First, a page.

On this play in Week 2 against the Vikings, he’s playing single high and leaning towards the outside vertical. But he reverses course and comes back towards the middle of the field, showing great range on the interception.

The play recognition and smarts show up constantly on film. Here against the Dolphins, McCourty recognizes the screen, attacks downhill and lays a big hit on Mike Wallace to limit the gain.


At 5-11, 197, McCourty has missed just three games in five seasons. He has 17 interceptions over that span, which is tied for fourth-most among active players.

From a scheme standpoint, McCourty would check all the boxes for the Eagles. He can play single-high and has great range and instincts. McCourty consistently takes great angles to the ball and is a sound tackler. He often found himself in the open field against running backs and had no trouble bringing them down to avoid monster gains.

Kelly has emphasized that Eagles safeties have to be able to play man coverage. Like Malcolm Jenkins, McCourty has a corner background.

Here’s a play from last year where he matched up with tight end Antonio Gates and broke up a pass.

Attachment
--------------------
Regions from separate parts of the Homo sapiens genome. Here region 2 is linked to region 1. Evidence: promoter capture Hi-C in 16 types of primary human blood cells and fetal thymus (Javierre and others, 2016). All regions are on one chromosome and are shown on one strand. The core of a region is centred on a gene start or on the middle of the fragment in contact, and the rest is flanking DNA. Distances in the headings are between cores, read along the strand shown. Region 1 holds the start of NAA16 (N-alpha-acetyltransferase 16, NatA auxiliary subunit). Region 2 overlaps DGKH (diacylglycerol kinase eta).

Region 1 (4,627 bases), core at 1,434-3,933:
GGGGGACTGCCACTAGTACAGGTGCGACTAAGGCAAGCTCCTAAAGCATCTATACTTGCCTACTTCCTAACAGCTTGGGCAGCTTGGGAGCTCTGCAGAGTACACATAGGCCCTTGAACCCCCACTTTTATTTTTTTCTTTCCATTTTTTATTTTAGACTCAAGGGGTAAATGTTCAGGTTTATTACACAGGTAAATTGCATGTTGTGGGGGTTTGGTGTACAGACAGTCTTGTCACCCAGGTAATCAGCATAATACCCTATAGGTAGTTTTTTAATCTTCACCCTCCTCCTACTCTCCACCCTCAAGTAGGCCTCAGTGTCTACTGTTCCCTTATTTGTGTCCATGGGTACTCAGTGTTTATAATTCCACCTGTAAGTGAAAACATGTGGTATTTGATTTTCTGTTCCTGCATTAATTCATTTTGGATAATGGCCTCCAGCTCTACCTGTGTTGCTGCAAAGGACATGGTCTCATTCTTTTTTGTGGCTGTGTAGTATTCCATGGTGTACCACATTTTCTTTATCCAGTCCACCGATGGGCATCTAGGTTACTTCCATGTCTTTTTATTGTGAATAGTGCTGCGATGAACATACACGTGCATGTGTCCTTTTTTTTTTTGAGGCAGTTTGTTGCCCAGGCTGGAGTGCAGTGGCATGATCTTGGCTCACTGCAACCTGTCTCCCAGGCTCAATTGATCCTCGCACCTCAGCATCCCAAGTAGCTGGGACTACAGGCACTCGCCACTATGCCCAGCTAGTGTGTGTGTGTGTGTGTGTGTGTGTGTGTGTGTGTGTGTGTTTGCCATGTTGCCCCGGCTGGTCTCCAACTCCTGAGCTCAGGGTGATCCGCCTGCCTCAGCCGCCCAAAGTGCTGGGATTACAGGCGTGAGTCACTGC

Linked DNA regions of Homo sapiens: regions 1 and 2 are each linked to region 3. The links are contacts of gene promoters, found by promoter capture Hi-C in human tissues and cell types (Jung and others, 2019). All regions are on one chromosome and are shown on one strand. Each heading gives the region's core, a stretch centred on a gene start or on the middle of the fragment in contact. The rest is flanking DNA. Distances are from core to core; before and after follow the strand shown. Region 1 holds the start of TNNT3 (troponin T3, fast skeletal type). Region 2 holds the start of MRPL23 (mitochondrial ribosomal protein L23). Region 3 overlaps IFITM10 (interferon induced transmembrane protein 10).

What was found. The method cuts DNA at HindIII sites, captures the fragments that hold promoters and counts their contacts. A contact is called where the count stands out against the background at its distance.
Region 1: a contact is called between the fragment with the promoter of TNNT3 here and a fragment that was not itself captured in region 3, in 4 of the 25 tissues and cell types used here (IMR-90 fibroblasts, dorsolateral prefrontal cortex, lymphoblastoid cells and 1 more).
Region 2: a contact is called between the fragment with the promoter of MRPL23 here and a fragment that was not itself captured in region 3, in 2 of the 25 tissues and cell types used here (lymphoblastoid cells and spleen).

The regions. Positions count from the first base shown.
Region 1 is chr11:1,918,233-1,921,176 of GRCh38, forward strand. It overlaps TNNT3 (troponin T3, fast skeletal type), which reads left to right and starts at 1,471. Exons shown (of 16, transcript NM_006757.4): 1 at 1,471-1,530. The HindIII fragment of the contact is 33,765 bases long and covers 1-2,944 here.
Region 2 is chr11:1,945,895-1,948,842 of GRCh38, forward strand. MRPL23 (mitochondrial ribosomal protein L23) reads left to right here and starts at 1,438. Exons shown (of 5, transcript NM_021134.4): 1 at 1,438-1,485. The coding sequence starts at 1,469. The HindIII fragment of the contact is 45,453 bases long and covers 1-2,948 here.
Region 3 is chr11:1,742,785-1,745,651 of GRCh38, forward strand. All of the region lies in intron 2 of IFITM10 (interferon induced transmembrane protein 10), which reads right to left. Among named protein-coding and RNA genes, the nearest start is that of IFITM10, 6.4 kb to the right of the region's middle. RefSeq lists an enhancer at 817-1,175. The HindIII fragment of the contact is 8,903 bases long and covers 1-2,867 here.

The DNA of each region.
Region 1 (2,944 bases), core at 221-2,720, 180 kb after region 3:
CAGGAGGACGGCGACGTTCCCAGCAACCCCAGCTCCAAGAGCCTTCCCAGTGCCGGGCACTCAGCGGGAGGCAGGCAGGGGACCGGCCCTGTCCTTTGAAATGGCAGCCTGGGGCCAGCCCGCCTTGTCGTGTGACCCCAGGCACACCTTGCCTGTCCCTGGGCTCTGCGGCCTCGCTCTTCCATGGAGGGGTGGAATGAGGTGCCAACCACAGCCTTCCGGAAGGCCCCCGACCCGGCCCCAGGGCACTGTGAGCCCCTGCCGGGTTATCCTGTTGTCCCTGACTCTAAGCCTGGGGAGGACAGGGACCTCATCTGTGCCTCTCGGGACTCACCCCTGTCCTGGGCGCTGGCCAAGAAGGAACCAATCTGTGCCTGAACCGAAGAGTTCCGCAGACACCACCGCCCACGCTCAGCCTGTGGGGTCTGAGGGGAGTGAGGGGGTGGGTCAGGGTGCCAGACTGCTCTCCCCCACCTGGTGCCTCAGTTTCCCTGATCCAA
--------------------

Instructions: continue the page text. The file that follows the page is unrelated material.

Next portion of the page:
There aren’t a lot of red flags with McCourty. When it comes to measurables, scheme fit, production and durability, he checks all the boxes.

And his #culture rating will likely make Kelly giddy.

Wrote Ben Volin in today’s Boston Globe:

Another player who has everyone’s attention in the locker room is free safety Devin McCourty. In five seasons with the Patriots, he has emerged as a team captain, a vocal leader, an elite performer, and a shining example of how to conduct yourself on and off the field. It was McCourty, not any of the other veterans in the secondary, who gave the motivational speech and broke down the huddle before the Super Bowl.

Said Belichick in that same article:

“He studies, he’s smart. He knows what we’re facing, how the teams are, what their tendencies are, how the quarterbacks play, and he knows what we’re doing.

“And he’s a good communicator. He works well with whoever he’s had back there. He’s played with a lot of different guys since he’s been here, but he’s always communicated well and worked well with those guys.”

Because of all these things, McCourty will be one of the most highly sought-after free agents on the market, and he could even end up back with the Patriots. But a Jenkins-McCourty combination would give the Eagles one of their best safety pairings in a long time.

Like every other team, the Eagles will have to prioritize needs. Theoretically speaking, finding quality safety help is more difficult than finding quality corner help. Perhaps they’ll decide that shelling out big money for  McCourty is the way to go, even if it means losing out on a big-name corner like Byron Maxwell.

Every offseason, it seems, the question around here is about what the Birds can do to solidify the safety spot. This year, there finally could be a legitimate answer.